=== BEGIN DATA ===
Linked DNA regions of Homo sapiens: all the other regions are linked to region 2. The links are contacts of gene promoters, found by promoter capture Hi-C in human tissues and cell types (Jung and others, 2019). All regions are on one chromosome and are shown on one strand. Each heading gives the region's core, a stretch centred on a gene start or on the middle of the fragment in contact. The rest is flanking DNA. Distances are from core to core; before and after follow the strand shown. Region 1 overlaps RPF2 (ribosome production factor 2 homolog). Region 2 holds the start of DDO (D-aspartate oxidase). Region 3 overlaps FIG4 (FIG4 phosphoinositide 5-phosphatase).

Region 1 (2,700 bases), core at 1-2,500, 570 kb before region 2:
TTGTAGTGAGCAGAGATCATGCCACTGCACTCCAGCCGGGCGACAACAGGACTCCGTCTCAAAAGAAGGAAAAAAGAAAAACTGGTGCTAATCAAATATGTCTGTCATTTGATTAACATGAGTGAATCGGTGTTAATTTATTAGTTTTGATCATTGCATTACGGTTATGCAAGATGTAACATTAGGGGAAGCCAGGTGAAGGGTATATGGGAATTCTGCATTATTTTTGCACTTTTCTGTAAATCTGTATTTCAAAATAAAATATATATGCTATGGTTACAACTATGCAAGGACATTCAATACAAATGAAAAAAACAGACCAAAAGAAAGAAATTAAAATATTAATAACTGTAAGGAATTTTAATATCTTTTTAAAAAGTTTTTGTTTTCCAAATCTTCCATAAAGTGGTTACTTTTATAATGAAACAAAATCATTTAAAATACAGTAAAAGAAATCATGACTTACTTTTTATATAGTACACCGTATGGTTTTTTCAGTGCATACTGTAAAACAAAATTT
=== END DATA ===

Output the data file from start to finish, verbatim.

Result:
Linked DNA regions of Homo sapiens: all the other regions are linked to region 2. The links are contacts of gene promoters, found by promoter capture Hi-C in human tissues and cell types (Jung and others, 2019). All regions are on one chromosome and are shown on one strand. Each heading gives the region's core, a stretch centred on a gene start or on the middle of the fragment in contact. The rest is flanking DNA. Distances are from core to core; before and after follow the strand shown. Region 1 overlaps RPF2 (ribosome production factor 2 homolog). Region 2 holds the start of DDO (D-aspartate oxidase). Region 3 overlaps FIG4 (FIG4 phosphoinositide 5-phosphatase).

Region 1 (2,700 bases), core at 1-2,500, 570 kb before region 2:
TTGTAGTGAGCAGAGATCATGCCACTGCACTCCAGCCGGGCGACAACAGGACTCCGTCTCAAAAGAAGGAAAAAAGAAAAACTGGTGCTAATCAAATATGTCTGTCATTTGATTAACATGAGTGAATCGGTGTTAATTTATTAGTTTTGATCATTGCATTACGGTTATGCAAGATGTAACATTAGGGGAAGCCAGGTGAAGGGTATATGGGAATTCTGCATTATTTTTGCACTTTTCTGTAAATCTGTATTTCAAAATAAAATATATATGCTATGGTTACAACTATGCAAGGACATTCAATACAAATGAAAAAAACAGACCAAAAGAAAGAAATTAAAATATTAATAACTGTAAGGAATTTTAATATCTTTTTAAAAAGTTTTTGTTTTCCAAATCTTCCATAAAGTGGTTACTTTTATAATGAAACAAAATCATTTAAAATACAGTAAAAGAAATCATGACTTACTTTTTATATAGTACACCGTATGGTTTTTTCAGTGCATACTGTAAAACAAAATTT